Create a budget and set an ROI target goal
Estimating Cost vs. Actual Cost
Two common executive questions I hear are: (1) what will be the software project’s cost? And, (2) how quickly will there be a return on the investment? These are very specific questions. To provide specific and accurate answers, these questions require an in-depth review. And, there will likely be a considerable time investment to discover and to uncover specific needs, to establish and prioritize goals, and to set project budgets.
However, for some software project discussions, this level of work detail may be like putting the cart before the horse. A potential software project may first need to navigate through an internal vetting process before it can be included in a formal budgeting discussion; and, perhaps, for vetting purposes, only a general idea of project costs may be necessary.
Based upon my experiences, what executives may be really seeking is the answer to this general type of business planning scenario: What might be the “typical” cost range and time required for a similar sized project to ours, so we can plan for its impact on the rest of our company’s budget; help estimate the required resources needed; and, to project IT staffing needs? And, then, based upon these general estimates, maybe we can determine if the project is affordable, or cost justifiable so it can move forward to a formal budget process. Whew! Does this broad scenario seem familiar? I hear it often.
There is an inherent difficulty with trying to address “what if” planning scenarios like the one above. Questions can be really awkward to answer, and often answers are inaccurate because, as noted earlier, no two projects have the same blueprint or the exact same complexity. In reality, there is no such thing as a “typical” project. Each one is unique.
Complexity and Project Duration
I can definitively say that a project’s complexity will correlate directly to both time requirements and to budget costs. For planning and vetting discussions, one can make a few educated assumptions by using the chart below to guesstimate a project.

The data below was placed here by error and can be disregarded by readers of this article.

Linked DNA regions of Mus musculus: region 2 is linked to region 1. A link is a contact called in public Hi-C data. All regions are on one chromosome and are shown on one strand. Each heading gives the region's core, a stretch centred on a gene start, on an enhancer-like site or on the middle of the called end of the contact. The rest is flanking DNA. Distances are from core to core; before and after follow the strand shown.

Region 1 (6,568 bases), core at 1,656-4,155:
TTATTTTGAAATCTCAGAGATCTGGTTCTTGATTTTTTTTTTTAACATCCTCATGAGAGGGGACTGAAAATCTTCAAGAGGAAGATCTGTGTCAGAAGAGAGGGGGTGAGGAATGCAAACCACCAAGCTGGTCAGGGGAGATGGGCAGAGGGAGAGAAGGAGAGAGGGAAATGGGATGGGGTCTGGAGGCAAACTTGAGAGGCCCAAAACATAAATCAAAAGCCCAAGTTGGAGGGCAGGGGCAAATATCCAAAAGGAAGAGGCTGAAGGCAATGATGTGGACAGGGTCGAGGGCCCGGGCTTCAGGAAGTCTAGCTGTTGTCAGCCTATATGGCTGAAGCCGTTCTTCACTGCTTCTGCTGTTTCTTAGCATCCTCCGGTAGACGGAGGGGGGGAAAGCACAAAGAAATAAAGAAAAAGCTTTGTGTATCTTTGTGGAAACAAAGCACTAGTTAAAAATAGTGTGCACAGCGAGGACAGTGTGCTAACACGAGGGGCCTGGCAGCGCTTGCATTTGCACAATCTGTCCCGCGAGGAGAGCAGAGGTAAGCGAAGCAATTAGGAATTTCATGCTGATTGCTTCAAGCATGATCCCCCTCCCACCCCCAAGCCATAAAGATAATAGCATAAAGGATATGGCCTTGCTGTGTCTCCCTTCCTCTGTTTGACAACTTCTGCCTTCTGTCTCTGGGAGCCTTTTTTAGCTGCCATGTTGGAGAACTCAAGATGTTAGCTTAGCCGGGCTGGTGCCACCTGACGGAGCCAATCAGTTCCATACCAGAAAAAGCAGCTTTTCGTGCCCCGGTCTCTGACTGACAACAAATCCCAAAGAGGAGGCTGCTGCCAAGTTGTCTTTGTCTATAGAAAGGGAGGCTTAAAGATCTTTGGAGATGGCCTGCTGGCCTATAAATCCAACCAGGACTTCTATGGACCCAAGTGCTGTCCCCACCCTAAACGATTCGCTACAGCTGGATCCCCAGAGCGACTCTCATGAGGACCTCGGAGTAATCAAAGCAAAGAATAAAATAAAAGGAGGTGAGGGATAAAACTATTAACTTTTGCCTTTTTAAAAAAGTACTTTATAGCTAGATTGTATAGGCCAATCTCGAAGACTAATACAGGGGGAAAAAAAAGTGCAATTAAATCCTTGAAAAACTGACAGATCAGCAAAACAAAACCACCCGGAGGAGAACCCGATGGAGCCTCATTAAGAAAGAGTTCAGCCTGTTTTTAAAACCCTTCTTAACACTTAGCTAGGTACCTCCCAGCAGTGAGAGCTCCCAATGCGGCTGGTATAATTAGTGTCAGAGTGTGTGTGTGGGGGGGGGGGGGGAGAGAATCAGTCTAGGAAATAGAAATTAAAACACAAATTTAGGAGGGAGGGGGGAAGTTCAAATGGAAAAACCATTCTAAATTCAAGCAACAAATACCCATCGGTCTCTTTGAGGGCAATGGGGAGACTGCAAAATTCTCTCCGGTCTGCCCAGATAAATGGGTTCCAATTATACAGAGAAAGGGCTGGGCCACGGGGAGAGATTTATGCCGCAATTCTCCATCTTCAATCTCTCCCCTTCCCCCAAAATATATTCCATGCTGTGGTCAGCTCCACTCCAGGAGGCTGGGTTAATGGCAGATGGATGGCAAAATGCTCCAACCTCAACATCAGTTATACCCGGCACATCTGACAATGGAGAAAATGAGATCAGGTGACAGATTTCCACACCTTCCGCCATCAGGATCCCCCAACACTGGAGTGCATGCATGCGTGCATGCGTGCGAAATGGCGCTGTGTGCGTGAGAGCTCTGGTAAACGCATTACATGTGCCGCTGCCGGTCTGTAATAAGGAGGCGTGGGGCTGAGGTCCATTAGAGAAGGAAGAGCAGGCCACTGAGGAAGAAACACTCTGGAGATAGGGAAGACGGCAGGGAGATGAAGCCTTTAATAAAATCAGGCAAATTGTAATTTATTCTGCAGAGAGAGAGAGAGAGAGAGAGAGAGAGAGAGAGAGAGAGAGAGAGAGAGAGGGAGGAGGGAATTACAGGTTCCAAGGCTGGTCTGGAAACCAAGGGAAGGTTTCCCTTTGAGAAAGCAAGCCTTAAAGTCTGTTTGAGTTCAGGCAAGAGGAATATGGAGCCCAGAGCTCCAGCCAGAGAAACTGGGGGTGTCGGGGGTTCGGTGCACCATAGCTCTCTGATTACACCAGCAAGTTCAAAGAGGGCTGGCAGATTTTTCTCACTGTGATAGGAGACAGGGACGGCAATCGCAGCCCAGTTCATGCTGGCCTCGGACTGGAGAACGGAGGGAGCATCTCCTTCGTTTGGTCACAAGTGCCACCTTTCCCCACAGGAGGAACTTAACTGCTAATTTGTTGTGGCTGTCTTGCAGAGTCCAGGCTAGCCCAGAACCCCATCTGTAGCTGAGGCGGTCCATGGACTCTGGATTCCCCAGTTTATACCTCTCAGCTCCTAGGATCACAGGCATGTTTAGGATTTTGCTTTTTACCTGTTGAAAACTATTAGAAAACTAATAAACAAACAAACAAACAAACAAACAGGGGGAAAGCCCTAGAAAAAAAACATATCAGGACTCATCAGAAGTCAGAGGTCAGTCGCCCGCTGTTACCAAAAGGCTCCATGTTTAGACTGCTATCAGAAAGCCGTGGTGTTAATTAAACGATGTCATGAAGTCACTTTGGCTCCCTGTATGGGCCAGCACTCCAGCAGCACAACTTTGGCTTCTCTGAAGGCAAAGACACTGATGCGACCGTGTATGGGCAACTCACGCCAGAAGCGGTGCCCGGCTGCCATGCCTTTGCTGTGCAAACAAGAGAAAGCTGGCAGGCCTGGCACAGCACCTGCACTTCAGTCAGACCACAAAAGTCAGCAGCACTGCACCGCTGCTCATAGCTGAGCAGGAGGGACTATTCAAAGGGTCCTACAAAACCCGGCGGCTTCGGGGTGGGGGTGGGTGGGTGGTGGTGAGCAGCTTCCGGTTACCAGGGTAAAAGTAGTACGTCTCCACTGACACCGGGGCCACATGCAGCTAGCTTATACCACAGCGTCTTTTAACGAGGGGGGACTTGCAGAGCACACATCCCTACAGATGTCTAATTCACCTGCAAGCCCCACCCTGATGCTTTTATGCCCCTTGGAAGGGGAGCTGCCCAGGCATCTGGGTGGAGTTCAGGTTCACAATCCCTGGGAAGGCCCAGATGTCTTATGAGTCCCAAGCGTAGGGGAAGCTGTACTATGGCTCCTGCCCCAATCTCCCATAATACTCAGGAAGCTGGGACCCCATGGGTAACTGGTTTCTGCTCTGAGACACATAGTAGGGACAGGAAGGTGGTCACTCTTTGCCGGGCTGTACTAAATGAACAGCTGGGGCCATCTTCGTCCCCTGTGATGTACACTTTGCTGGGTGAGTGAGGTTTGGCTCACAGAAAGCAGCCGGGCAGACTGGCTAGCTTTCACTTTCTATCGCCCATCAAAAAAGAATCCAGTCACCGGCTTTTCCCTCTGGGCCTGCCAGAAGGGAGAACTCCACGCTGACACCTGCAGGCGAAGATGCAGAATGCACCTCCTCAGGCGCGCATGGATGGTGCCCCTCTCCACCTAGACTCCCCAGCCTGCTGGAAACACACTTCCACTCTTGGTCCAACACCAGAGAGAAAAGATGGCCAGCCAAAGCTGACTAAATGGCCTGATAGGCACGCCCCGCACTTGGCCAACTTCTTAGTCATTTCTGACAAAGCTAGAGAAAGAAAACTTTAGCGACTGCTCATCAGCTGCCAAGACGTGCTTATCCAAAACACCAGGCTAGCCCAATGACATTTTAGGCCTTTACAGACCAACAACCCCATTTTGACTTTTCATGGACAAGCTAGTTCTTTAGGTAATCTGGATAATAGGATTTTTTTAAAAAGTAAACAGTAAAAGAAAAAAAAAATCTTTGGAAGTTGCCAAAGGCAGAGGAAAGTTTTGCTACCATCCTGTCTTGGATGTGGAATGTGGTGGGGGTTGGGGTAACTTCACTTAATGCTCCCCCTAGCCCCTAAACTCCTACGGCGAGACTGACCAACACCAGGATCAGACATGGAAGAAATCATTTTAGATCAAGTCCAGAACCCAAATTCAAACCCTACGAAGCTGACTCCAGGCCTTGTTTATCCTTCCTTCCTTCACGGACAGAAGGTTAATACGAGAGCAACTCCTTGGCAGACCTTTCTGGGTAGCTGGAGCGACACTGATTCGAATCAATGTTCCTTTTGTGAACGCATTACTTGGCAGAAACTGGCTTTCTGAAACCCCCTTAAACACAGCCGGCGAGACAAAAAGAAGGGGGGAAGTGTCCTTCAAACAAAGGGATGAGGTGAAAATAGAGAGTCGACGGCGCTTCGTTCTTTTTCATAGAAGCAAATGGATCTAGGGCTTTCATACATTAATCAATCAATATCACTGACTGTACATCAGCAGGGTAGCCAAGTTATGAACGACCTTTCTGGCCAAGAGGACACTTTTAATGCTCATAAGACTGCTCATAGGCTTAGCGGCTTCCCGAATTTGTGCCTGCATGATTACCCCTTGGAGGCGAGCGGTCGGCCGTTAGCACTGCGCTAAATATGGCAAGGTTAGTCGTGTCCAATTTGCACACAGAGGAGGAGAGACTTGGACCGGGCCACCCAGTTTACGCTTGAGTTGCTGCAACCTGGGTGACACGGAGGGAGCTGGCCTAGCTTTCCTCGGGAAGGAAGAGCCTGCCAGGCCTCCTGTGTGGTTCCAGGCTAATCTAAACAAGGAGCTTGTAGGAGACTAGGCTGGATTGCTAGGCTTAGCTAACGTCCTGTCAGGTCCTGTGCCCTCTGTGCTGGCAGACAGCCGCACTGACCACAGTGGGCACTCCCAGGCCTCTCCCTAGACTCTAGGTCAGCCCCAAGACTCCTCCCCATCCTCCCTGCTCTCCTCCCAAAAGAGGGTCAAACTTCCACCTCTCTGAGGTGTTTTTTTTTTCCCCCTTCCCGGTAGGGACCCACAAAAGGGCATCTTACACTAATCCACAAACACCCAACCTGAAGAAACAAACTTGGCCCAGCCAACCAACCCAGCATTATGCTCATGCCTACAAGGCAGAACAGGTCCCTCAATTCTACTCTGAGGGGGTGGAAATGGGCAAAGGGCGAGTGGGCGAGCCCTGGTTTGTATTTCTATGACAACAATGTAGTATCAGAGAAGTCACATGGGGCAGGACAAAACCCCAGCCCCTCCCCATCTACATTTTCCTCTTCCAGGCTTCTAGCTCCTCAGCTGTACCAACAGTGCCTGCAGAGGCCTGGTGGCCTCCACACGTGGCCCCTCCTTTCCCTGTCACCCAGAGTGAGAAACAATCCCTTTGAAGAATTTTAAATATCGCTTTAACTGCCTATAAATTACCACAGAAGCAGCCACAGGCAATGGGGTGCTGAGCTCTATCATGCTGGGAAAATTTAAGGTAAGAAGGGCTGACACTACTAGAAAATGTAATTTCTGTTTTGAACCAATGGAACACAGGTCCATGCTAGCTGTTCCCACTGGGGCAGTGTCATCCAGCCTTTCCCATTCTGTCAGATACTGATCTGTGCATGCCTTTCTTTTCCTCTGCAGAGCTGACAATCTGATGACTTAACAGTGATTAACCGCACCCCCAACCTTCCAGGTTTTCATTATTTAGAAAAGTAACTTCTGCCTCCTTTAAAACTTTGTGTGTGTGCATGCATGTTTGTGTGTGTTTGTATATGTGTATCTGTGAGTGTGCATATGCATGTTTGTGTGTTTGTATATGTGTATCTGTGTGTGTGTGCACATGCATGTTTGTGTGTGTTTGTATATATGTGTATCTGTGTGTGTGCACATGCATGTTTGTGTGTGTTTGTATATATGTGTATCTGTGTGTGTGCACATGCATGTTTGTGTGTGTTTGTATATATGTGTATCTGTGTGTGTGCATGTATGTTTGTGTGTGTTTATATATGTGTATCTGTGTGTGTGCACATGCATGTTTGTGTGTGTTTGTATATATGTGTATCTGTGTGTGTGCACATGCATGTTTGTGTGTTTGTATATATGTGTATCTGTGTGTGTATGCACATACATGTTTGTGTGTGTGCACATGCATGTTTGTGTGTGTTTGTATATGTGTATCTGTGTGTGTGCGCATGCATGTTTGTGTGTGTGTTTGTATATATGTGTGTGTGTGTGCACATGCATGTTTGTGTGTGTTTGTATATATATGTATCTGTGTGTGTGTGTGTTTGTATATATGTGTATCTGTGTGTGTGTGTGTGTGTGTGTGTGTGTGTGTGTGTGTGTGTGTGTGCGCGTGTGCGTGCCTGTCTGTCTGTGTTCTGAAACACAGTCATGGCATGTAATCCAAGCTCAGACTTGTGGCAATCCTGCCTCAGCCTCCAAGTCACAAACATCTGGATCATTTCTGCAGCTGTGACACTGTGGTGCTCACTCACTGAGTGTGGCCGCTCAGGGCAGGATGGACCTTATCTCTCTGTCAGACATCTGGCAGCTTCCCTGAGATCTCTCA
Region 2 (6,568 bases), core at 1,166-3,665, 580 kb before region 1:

To visually illustrate complexity, the graph shows three different ERP software project types: an upgrade, a migration, and a new implementation. Note that each project type offers different examples of complexity: low, medium, and high. At a glance, as one might expect, an ERP version upgrade in an existing environment should take considerably less time and cost less than a completely new and highly complex ERP implementation.
* Other commonly included modules may be Human Capital Management (HCM), Customer Relationship Management (CRM), Payroll, Supply Chain Management (SCM), and Business Analytics (BI)
† Additional time may be required for specific third-party program integrations, personalization, data migration, and custom software development
‡ Project cost range examples are conservative; and, actual results may vary due to other factors
Chart Usage Assumptions and Directions
If one’s project only pertains to financials, then use just the purple portion of a bar as a reference point. If one’s project has financials and distribution, then add the purple and dark blue bars together, and so forth to approximate a project’s duration. Then, align the project to its estimated low, medium, or high complexity bars. By combining or subtracting the colored software application segment bars on a line, one may be able to build an approximate idea for a software project timeline and a budget cost range estimate.
Actual cost results may vary significantly due to unknown factors. Please realize that true project costs and ROI cannot be fully identified without an in-depth discovery effort.
The justification for a software project may be measured with tangible metrics with easily identifiable savings generated by a reduction in errors, or in improvements to labor efficiency. However, the justification could also be measured with intangible savings like reductions in customer service calls, or fewer warranty repairs. And, there are times when the justification may be measured by reducing corporate risk and legal exposure due to previous product recall liabilities. Finally, sometimes justification reflects various degrees of all of the above for one’s own business reasons. All cost justification techniques may be equally valid.
Every company has their own financial preferences and formulas used for cost justifying a project. Companies can utilize an internal rate of return (IRR) formula, a project’s net present value (NPV) formula, or calculate the payback in terms of time (it will take “x” number of business months/days in savings to pay back the investment spent).
Additionally, one’s accounting department may have their own return-on-investment (ROI) measurement standards for projects, such as if the project expenditure is less than $500K, then the ROI goal should be within 24 months; or, if the project’s expenditure is less than $1M, then the ROI goal should be within 36 months. Or, it may be that an IRR goal should be 20%; or, that an NPV goal should be 15%. Every company sets their own financial ROI goals and targets to be attained.
A budgeted software project and its ROI are often viewed as two sides of the same coin. For ERP projects, there is nearly always a positive operational payback, and a financial ROI that will be attained. The variable may be in how quickly the ROI will be reached and surpassed.